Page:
Standard Issue

The dot-com tragedy denied.


Starving to Death on $200 Million: The Short, Absurd Life of The Industry Standard, by James Ledbetter, New York: PublicAffairs, 272 pages, $26

Early in Starving to Death on $200 Million, his memoir of the short-lived Industry Standard magazine, James Ledbetter raises a question about the difference between trade and general interest magazines: "Would people read this magazine if they didn't have to as part of their job?"

This litmus test was essential to the Standard, a slick, Business Week-style "bible" of the Internet industry, which positioned itself as the red-hot opposite of a dull trade paper but whose fate was controlled by IDG Publishing, a tech trade empire and former publisher of the For Dummies books. The question also applies to Ledbetter's book. I worked at four different dot-com start-ups and am still making a living on the Web. Yet even I am not sure I want to read about The Industry Standard.

It's to Ledbetter's credit that he manages to make his narrative breezy, readable, and (partly) convincing. Ledbetter, who made his name with the excellent "Press Clips" column in The Village Voice, joined the Standard soon after its 1998 launch, quickly working his way up from New York bureau chief to editor of the magazine's short-lived European edition. His talent for making a succinct story out of conflicting narratives, his understanding of the personalities and money troubles that shaped his subject, and his journalistic decency all help make this one of the more engaging "what I saw at the dot-com revolution" chronicles. But the question is whether the subject matter rises to the level of Ledbetter's talents. In arguing for his subject's uniqueness, he misses the archetypal qualities that make the Standard a model tale of the late '90s.

I was never involved with The Industry Standard, having pissed away whatever work opportunities I may have had first by telling Editor-in-Chief Jonathan Weber at a party how much I liked the way his magazine smelled (It's true! Early issues of the Standard emitted a pleasing new-car odor), then by writing a negative article about Standard columnist Michael Wolff, author of the early (1998) dot-bomb diary Burn Rate. But the magazine's hullabaloo was inescapable for a year or so. While most of that excitement was just the Gatsbyesque sizzle of a fat, ad-rich magazine, the Standard also displayed a high degree of professionalism and a bracing skepticism about the tech boom that made it unique in its genre. If nothing else, the magazine boasted a sharp editorial team.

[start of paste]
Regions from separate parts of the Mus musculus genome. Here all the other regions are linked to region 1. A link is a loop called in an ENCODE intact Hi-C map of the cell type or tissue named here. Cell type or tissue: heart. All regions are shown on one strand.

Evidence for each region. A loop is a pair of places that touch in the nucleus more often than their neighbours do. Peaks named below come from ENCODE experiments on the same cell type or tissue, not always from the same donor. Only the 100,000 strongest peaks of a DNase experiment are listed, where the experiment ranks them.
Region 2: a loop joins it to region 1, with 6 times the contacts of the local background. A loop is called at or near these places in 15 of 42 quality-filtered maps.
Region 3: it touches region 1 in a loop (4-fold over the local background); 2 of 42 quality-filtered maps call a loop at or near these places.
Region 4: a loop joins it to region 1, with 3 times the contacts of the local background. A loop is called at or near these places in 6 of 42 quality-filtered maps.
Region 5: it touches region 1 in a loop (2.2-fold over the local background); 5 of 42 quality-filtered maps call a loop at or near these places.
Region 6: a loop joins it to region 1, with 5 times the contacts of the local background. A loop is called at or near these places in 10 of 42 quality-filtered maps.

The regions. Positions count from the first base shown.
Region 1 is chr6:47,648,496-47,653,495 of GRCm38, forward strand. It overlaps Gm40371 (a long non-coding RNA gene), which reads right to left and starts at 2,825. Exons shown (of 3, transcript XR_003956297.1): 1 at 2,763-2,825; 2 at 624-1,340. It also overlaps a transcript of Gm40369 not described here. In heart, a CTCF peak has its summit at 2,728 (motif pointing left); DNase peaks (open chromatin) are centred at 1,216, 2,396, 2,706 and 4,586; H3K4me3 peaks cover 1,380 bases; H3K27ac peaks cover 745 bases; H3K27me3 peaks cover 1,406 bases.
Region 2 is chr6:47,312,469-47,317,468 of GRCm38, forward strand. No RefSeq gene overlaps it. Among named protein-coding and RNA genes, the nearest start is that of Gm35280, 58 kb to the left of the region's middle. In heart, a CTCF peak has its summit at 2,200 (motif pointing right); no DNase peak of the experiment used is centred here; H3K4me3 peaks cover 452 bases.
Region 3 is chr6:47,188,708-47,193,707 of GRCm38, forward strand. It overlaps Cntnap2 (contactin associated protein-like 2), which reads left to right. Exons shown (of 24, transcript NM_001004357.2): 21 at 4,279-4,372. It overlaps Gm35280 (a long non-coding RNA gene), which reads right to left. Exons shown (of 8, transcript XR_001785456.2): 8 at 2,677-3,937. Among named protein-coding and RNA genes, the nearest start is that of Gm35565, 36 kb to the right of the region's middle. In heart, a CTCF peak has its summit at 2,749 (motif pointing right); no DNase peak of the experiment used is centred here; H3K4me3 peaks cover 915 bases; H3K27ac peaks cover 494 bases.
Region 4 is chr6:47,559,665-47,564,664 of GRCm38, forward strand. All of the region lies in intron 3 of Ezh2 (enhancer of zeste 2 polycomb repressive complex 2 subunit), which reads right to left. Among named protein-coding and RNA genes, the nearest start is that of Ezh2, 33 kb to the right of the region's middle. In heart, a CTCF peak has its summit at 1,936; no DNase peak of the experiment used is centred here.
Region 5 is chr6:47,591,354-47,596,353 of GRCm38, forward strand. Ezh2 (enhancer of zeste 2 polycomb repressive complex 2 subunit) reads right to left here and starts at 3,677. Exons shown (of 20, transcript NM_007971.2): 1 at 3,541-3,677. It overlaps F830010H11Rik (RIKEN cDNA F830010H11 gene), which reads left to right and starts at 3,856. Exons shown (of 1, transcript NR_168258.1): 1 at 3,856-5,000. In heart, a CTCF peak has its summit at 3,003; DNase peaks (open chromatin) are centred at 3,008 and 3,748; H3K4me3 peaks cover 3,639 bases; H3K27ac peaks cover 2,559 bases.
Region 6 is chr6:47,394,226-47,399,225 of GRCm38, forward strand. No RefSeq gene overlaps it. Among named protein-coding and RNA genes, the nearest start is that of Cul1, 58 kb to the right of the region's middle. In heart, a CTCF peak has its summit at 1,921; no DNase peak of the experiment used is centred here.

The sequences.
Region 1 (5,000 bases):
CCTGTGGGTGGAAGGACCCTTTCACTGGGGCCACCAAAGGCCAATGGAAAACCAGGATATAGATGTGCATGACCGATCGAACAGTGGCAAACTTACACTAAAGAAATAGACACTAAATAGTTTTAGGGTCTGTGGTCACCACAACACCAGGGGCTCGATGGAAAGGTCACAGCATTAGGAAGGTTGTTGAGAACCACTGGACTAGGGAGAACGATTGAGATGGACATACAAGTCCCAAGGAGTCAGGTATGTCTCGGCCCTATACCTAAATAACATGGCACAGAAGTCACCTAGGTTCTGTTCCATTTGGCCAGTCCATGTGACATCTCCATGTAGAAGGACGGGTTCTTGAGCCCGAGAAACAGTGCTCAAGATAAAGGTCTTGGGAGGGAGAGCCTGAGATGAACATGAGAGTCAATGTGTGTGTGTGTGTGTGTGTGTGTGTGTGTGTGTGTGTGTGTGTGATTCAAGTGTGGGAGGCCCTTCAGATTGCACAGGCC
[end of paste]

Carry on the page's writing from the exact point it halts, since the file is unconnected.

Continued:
That team's behavior makes for an interesting denouement in a book that is in some respects all denouement. As the Standard went belly-up, principal players such as Weber and John Battelle, the magazine's visionary founder, worked hard to guarantee themselves a range of golden parachute deals. Ledbetter, while he acknowledges this as unseemly behavior, understands the impulse. Having been screwed several times in start-up bust-ups, I do too. (Somewhere out there in cyberspace floats a $25,000 signing bonus that never found its way into my bank account.)

More troublesome is the behavior of IDG, which funded and maintained a controlling interest in The Industry Standard. IDG's decision to pull the plug on the magazine in the summer of 2001 is the book's climax. It's also a business mystery: Why would a bottom-line-driven publisher terminate a magazine that, in Ledbetter's telling, had sold 1,000 more ad pages than Fortune in the previous year and had been valued by a guesstimating outsider at $300 million to $450 million?

The easy explanation is a culture clash: The blinkered suits at IDG failed to appreciate what a valuable property they had, while the Standard staff intoxicated itself with visions of galactic business transformation and seemingly limitless growth. If you are unfamiliar with the sort of oracular notions circulating about the "New Economy" in the late 1990s, there is no room to go into it here; suffice it to say that believing e-commerce had fundamentally altered the principles of economics even down to the basics of supply and demand did not seem entirely crazy at the time. It's easy to see why a company populated by trade paper drones would not accept that vision. At the first sign of trouble, IDG chose to suck the marrow from the Standard's bones rather than keep the magazine alive.

Ledbetter, with some qualifications (he prides himself on being hard-headed about matters of dollars and cents), accepts this version. I'm not so sure. While I'm ready to accept IDG as the villain in this particular story, I came away more sympathetic to the corporate suits than I had expected. Not because I don't believe in the Internet vision, but because I don't believe in The Industry Standard.